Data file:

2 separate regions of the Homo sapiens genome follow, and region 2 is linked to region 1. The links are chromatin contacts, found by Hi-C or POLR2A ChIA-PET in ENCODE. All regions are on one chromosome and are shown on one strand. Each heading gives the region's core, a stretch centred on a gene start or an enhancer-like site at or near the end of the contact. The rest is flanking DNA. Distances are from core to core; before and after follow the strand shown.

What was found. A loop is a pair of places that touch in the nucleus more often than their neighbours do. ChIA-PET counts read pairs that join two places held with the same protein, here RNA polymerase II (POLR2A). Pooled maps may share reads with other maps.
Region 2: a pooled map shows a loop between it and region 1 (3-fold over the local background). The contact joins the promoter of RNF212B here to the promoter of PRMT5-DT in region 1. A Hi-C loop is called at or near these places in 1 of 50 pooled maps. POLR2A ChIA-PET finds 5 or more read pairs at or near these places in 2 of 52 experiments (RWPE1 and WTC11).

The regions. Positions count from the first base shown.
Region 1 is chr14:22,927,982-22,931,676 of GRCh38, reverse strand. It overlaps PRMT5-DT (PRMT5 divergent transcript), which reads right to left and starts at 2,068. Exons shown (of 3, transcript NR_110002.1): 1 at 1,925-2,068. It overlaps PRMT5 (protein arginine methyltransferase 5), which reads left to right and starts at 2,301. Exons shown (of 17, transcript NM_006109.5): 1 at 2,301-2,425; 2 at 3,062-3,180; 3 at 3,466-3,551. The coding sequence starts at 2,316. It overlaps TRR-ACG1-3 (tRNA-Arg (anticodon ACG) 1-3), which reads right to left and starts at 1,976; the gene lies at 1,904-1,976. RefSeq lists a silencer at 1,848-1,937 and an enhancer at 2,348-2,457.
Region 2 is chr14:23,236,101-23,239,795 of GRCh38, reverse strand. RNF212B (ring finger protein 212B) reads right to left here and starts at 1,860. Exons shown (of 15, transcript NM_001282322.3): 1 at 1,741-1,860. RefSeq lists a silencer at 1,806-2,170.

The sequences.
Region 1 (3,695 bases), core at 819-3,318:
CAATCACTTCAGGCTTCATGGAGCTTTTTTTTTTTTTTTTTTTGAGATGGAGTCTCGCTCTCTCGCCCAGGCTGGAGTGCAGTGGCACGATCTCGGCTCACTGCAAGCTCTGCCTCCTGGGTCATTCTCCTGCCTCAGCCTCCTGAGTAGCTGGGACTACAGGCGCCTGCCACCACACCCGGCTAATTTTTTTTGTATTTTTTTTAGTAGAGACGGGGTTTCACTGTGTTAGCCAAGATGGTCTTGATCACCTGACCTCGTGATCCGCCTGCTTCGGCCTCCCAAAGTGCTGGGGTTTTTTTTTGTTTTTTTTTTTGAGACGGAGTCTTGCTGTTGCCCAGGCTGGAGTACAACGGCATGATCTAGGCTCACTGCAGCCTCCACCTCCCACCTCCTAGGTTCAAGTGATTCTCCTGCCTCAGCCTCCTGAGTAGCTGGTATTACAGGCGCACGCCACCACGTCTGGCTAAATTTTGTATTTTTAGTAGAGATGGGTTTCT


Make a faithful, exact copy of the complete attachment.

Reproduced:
2 separate regions of the Homo sapiens genome follow, and region 2 is linked to region 1. The links are chromatin contacts, found by Hi-C or POLR2A ChIA-PET in ENCODE. All regions are on one chromosome and are shown on one strand. Each heading gives the region's core, a stretch centred on a gene start or an enhancer-like site at or near the end of the contact. The rest is flanking DNA. Distances are from core to core; before and after follow the strand shown.

What was found. A loop is a pair of places that touch in the nucleus more often than their neighbours do. ChIA-PET counts read pairs that join two places held with the same protein, here RNA polymerase II (POLR2A). Pooled maps may share reads with other maps.
Region 2: a pooled map shows a loop between it and region 1 (3-fold over the local background). The contact joins the promoter of RNF212B here to the promoter of PRMT5-DT in region 1. A Hi-C loop is called at or near these places in 1 of 50 pooled maps. POLR2A ChIA-PET finds 5 or more read pairs at or near these places in 2 of 52 experiments (RWPE1 and WTC11).

The regions. Positions count from the first base shown.
Region 1 is chr14:22,927,982-22,931,676 of GRCh38, reverse strand. It overlaps PRMT5-DT (PRMT5 divergent transcript), which reads right to left and starts at 2,068. Exons shown (of 3, transcript NR_110002.1): 1 at 1,925-2,068. It overlaps PRMT5 (protein arginine methyltransferase 5), which reads left to right and starts at 2,301. Exons shown (of 17, transcript NM_006109.5): 1 at 2,301-2,425; 2 at 3,062-3,180; 3 at 3,466-3,551. The coding sequence starts at 2,316. It overlaps TRR-ACG1-3 (tRNA-Arg (anticodon ACG) 1-3), which reads right to left and starts at 1,976; the gene lies at 1,904-1,976. RefSeq lists a silencer at 1,848-1,937 and an enhancer at 2,348-2,457.
Region 2 is chr14:23,236,101-23,239,795 of GRCh38, reverse strand. RNF212B (ring finger protein 212B) reads right to left here and starts at 1,860. Exons shown (of 15, transcript NM_001282322.3): 1 at 1,741-1,860. RefSeq lists a silencer at 1,806-2,170.

The sequences.
Region 1 (3,695 bases), core at 819-3,318:
CAATCACTTCAGGCTTCATGGAGCTTTTTTTTTTTTTTTTTTTGAGATGGAGTCTCGCTCTCTCGCCCAGGCTGGAGTGCAGTGGCACGATCTCGGCTCACTGCAAGCTCTGCCTCCTGGGTCATTCTCCTGCCTCAGCCTCCTGAGTAGCTGGGACTACAGGCGCCTGCCACCACACCCGGCTAATTTTTTTTGTATTTTTTTTAGTAGAGACGGGGTTTCACTGTGTTAGCCAAGATGGTCTTGATCACCTGACCTCGTGATCCGCCTGCTTCGGCCTCCCAAAGTGCTGGGGTTTTTTTTTGTTTTTTTTTTTGAGACGGAGTCTTGCTGTTGCCCAGGCTGGAGTACAACGGCATGATCTAGGCTCACTGCAGCCTCCACCTCCCACCTCCTAGGTTCAAGTGATTCTCCTGCCTCAGCCTCCTGAGTAGCTGGTATTACAGGCGCACGCCACCACGTCTGGCTAAATTTTGTATTTTTAGTAGAGATGGGTTTCT